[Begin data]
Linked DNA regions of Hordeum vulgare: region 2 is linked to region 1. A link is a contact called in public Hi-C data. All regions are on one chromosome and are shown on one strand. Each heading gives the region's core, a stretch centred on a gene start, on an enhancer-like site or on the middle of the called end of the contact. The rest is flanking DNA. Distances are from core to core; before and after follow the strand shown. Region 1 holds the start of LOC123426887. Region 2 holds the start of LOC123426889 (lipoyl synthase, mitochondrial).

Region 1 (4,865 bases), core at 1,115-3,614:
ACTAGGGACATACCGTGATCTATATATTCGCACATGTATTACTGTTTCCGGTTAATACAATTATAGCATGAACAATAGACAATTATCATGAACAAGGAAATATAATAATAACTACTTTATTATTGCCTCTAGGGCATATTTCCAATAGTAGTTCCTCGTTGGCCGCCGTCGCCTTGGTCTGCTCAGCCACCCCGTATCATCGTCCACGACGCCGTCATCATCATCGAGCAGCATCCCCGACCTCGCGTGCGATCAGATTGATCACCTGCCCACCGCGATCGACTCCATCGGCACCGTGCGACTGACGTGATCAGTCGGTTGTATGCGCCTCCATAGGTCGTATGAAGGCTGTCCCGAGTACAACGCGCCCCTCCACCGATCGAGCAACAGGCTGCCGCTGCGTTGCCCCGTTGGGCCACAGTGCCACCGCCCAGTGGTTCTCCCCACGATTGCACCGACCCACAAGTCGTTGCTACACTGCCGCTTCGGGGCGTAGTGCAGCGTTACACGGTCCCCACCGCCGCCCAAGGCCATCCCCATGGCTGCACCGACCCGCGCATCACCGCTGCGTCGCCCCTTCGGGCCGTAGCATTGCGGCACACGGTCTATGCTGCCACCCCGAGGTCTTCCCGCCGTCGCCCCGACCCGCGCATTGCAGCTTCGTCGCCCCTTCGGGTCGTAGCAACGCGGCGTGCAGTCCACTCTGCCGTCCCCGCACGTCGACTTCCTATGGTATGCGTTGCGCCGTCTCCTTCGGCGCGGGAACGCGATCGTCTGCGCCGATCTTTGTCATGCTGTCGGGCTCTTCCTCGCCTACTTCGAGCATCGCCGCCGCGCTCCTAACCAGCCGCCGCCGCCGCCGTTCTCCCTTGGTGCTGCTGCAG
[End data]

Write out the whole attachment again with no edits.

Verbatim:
Linked DNA regions of Hordeum vulgare: region 2 is linked to region 1. A link is a contact called in public Hi-C data. All regions are on one chromosome and are shown on one strand. Each heading gives the region's core, a stretch centred on a gene start, on an enhancer-like site or on the middle of the called end of the contact. The rest is flanking DNA. Distances are from core to core; before and after follow the strand shown. Region 1 holds the start of LOC123426887. Region 2 holds the start of LOC123426889 (lipoyl synthase, mitochondrial).

Region 1 (4,865 bases), core at 1,115-3,614:
ACTAGGGACATACCGTGATCTATATATTCGCACATGTATTACTGTTTCCGGTTAATACAATTATAGCATGAACAATAGACAATTATCATGAACAAGGAAATATAATAATAACTACTTTATTATTGCCTCTAGGGCATATTTCCAATAGTAGTTCCTCGTTGGCCGCCGTCGCCTTGGTCTGCTCAGCCACCCCGTATCATCGTCCACGACGCCGTCATCATCATCGAGCAGCATCCCCGACCTCGCGTGCGATCAGATTGATCACCTGCCCACCGCGATCGACTCCATCGGCACCGTGCGACTGACGTGATCAGTCGGTTGTATGCGCCTCCATAGGTCGTATGAAGGCTGTCCCGAGTACAACGCGCCCCTCCACCGATCGAGCAACAGGCTGCCGCTGCGTTGCCCCGTTGGGCCACAGTGCCACCGCCCAGTGGTTCTCCCCACGATTGCACCGACCCACAAGTCGTTGCTACACTGCCGCTTCGGGGCGTAGTGCAGCGTTACACGGTCCCCACCGCCGCCCAAGGCCATCCCCATGGCTGCACCGACCCGCGCATCACCGCTGCGTCGCCCCTTCGGGCCGTAGCATTGCGGCACACGGTCTATGCTGCCACCCCGAGGTCTTCCCGCCGTCGCCCCGACCCGCGCATTGCAGCTTCGTCGCCCCTTCGGGTCGTAGCAACGCGGCGTGCAGTCCACTCTGCCGTCCCCGCACGTCGACTTCCTATGGTATGCGTTGCGCCGTCTCCTTCGGCGCGGGAACGCGATCGTCTGCGCCGATCTTTGTCATGCTGTCGGGCTCTTCCTCGCCTACTTCGAGCATCGCCGCCGCGCTCCTAACCAGCCGCCGCCGCCGCCGTTCTCCCTTGGTGCTGCTGCAG